Weekly Digest Feb. 14, 2014

David Morrison and Carl SaganThe SETI Institute's David Morrison Publishes Carl Sagan Memoir
David Morrison, director of the Carl Sagan Center of the SETI Institute, has written a biographical memoir of Carl Sagan (1934-1996), founder of the modern disciplines of planetary science and exobiology.

Tom PiersonNASA Honors Tom Pierson, Founder of SETI Institute
Thomas Pierson, founding Chief Executive Officer of the SETI Institute, was presented the Distinguished Public Service Medal by the National Aeronautics and Space Agency on February 9, 2014 by Dr. Pete Worden, Director of NASA Ames Research Center.

janice bishopMeet Our Scientists - Janice Bishop, Senior Research Scientist
Dr. Janice Bishop is a chemist and Senior Planetary scientist at the SETI Institute who explores the planet Mars using spectroscopy.

DE-STARIs Planetary Defense Feasible - DE-STAR: A Planetary Defense and Exploration System
Dr. Lubin discusses how his team has proposed an orbital planetary defense system that is capable of beamed power allowing a number of directed energy (DE) possibilities.

dna imageBig Picture Science Radio Show: Gene Hack, Man
Computers and DNA have a few things in common. Both use digital codes and are prone to viruses. And, it seems, both can be hacked. From restoring the flavor of tomatoes to hacking into the president’s DNA, discover the promise and peril of gene tinkering.

Gliese 667cBold Prediction: Intelligent Alien Life Could Be Found by 2040
Bold Prediction: Intelligent Alien Life Could Be Found by 2040 - Click through to see why Seth Shostak thinks discovery of alien life may happen in the next 2 dozen years.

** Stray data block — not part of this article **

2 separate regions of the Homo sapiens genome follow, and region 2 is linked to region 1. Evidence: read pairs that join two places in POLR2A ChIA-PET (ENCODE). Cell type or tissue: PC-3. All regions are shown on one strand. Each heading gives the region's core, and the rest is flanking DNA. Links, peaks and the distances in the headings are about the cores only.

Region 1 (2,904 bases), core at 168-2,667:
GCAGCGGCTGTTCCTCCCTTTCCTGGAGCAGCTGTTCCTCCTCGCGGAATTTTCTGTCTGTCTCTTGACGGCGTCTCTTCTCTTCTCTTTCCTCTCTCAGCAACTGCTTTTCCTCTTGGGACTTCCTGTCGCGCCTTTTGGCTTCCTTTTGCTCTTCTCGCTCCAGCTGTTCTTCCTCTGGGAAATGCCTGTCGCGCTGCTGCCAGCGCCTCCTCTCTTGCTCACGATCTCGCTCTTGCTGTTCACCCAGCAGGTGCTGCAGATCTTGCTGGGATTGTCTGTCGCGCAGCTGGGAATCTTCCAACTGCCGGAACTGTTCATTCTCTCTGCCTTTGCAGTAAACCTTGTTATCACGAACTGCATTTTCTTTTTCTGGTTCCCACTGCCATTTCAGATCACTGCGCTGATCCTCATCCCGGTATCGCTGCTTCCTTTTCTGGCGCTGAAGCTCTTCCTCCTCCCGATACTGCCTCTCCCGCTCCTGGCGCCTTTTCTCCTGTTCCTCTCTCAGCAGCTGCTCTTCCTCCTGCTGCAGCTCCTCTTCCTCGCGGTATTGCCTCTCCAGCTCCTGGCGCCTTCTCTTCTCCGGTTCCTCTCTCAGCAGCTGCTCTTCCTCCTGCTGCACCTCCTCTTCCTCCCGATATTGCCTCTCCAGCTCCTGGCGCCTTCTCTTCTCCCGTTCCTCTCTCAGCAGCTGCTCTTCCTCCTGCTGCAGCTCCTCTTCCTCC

Auroras on SaturnSaturn's Auroras Glow in 360-Degree Views from NASA Spacecraft
Saturn's auroras dance in a new video that shows the ringed planet's northern and southern lights shining in amazing, 360-degree detail.

Earth as seen from MarsCuriosity captures its first photo of Earth from the surface of Mars
Look close - for the first time since arriving on Mars, NASA's Curiosity Rover has captured a picture of the Earth. And remarkably, if you look really closely, you can also see our moon.

Supernova'Oldest star' found from iron fingerprint
Australian astronomers may have found a star that is 13.6 billion years old, making it the most ancient star ever seen.

Upcoming Lecture!

On Wednesday, February 26th, 2014, at 7 pm, Dr. Alex Filippenko (of the University of California, Berkeley) will give a free, illustrated, non-technical talk on:

Exploding Stars, New Planets, Black Holes, and the Crisis at Lick Observatory

in the Smithwick Theater at Foothill College, in Los Altos. The talk is part of the Silicon Valley Astronomy Lecture Series, now in its 14th year.

Lick Observatory, the first remote mountaintop observatory in the world, has had a remarkable record of discovery spanning 126 years. It continues to be a vibrant research facility, especially for projects that require large numbers of nights on modest-size telescopes. Come hear about the exciting research areas in which Lick remains a world leader, such as the discovery and monitoring of exploding stars (which help us understand our own chemical origins as well as the ultimate fate of the universe); the search for planets orbiting other stars, especially Earth-like planets; and the study of giant black holes in the centers of nearby galaxies.